The Charles Puffer letters cover his business interactions with the Shelburne Falls Bank, and the Puffer-Markham partnership, which purchased plantations in Beaufort and Hilton Head, South Carolina (summer of 1865). In 15 letters to his wife Emma Puffer (1870-1876), Charles, while living in Columbia, South Carolina, described managing plantations for his family, working as an activist for the state’s Republican party (particularly in the 4th congressional district), and his relationship with Governor Daniel Henry Chamberlain. He reported on a disorderly state convention in 1870, and of receiving $16,000 from Governor Chamberlain to distribute to county convention attendees with the promise that Charles would become county treasurer (September 4, 1874). By 1876, Charles had declared that he had left politics.

Listed below are the dates of these letters:
  • January 2, 1870
  • January 13, 1870
  • March 11, 1870
  • June 2, 1870
  • July 27, 1870
  • August 1, 1870
  • January 1, 1871
  • February 10, 1871
  • August 22, 1874
  • September 4, 1874
  • October 7, 1874
  • December 1874
  • January 14, 1876
  • April 12, 1876
  • [1870s]

Between 1887 and 1890, the collection focuses on the lives of sisters Linda and Isabel ("Belle") Puffer, daughters of Charles and Emma Puffer. These comprise 12 items sent from and 39 items addressed to the sisters, while they were attending Wellesley College.

The collection contains 22 letters from five Civil War soldiers: Horace Boughton (9th and 143rd New York Infantry), Morris R. Darrohn (108th New York Infantry), Isaac R. Gibbard (143rd New York Infantry), Charles W. Daily (50th New York Engineers), and Samuel P. Wakelee (54th New York National Guard). Horace Boughton, who wrote eleven of these letters, described his regiment's activities and instructed his friend William Guy Markham on how to allocate his paychecks to his family and business interests. Below is a list of Civil War soldiers' letters.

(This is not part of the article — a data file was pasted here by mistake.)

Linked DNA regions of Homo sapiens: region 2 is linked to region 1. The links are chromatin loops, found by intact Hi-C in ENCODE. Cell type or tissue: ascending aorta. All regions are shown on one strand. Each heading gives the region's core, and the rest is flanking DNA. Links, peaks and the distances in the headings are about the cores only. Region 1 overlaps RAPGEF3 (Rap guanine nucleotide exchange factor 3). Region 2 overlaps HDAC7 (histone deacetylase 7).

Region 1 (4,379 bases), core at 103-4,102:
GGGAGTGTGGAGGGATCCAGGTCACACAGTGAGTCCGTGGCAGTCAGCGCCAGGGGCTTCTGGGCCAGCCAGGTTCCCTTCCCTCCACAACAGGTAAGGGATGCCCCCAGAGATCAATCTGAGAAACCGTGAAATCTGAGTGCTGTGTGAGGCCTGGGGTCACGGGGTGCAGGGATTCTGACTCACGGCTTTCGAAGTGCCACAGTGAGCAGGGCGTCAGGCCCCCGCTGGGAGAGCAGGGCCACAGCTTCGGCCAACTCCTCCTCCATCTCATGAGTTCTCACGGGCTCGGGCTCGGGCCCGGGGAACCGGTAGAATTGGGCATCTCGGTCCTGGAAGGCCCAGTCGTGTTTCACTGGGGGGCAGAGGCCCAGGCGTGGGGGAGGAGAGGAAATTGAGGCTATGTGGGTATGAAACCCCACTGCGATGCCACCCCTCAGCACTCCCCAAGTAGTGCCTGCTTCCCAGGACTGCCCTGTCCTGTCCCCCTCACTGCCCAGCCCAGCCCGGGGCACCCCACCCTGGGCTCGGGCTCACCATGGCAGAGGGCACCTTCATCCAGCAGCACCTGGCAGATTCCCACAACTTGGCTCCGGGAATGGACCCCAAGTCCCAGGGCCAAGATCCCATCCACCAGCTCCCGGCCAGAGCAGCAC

All are addressed to William Guy Markham unless otherwise noted:
  • October 27, 1861: Horace Boughton at Fort Corcoran
  • December 1, 1861: Horace Boughton at Fort Cass
  • May 4, 1862: Horace Boughton at a camp near Fort Davis, Virginia
  • July 27, 1862: Horace Boughton at Westover, Virginia, concerning recruitment problems and arguing that seasoned troops are much more valuable than new recruits
  • July 27, 1862: Horace Boughton at Westover, Virginia
  • August 6, 1862: Horace Boughton at Westover, Virginia
  • October 28, 1862: Morris R. Darrohn on picket duty near Harper's Ferry; at Bolivar Heights he had a view of the house where John Brown took Louis Washington prisoner; he mentioned meeting the enemy at the battle of Antietam; that day he milked a stray cow so they could have cream in their coffee
  • November 14, 1862: Horace Boughton now with the 143rd New York Infantry stationed at Upton Hill, Virginia, and president of a court martial
  • February 25, 1863: Horace Boughton at New York 143rd Infantry headquarters, to Susan Emma Markham, discussing his ideas on womanhood and "the yoke of matrimony"
  • March 27, 1863: Morris R. Darrohn at Falmouth, Virginia, concerning drills, dreaming of home, and being trapped along the Rappahannock River at the Battle of Fredericksburg
  • March 29, 1863: Horace Boughton requesting photographs of the Markham family for his album
  • June 5, 1863: Morris R. Darrohn near Falmouth, Virginia
  • June 13, 1763: Isaac R. Gibbard near Williamsburg, Virginia, concerning leaving Yorktown with a division led by General Gordon; notes that "miasmas and diseases at West Point came very near whipping our regiment out…the Rebels said they would not attack us but let the diseases do it."
  • July 30, 1863: Isaac R. Gibbard sick at the Seminary Hospital at Georgetown, mentioned starting a band of musicians
  • August 16, 1863: Horace Houghton at New York 143rd Infantry headquarters, advising William not to join the war if possible
  • January 3, 1864: Morris R. Darrohn near Stevensburg, Virginia, cautioning against joining the Masons or the military
  • January 31, 1864: Horace Boughton at Bridgeport, Alabama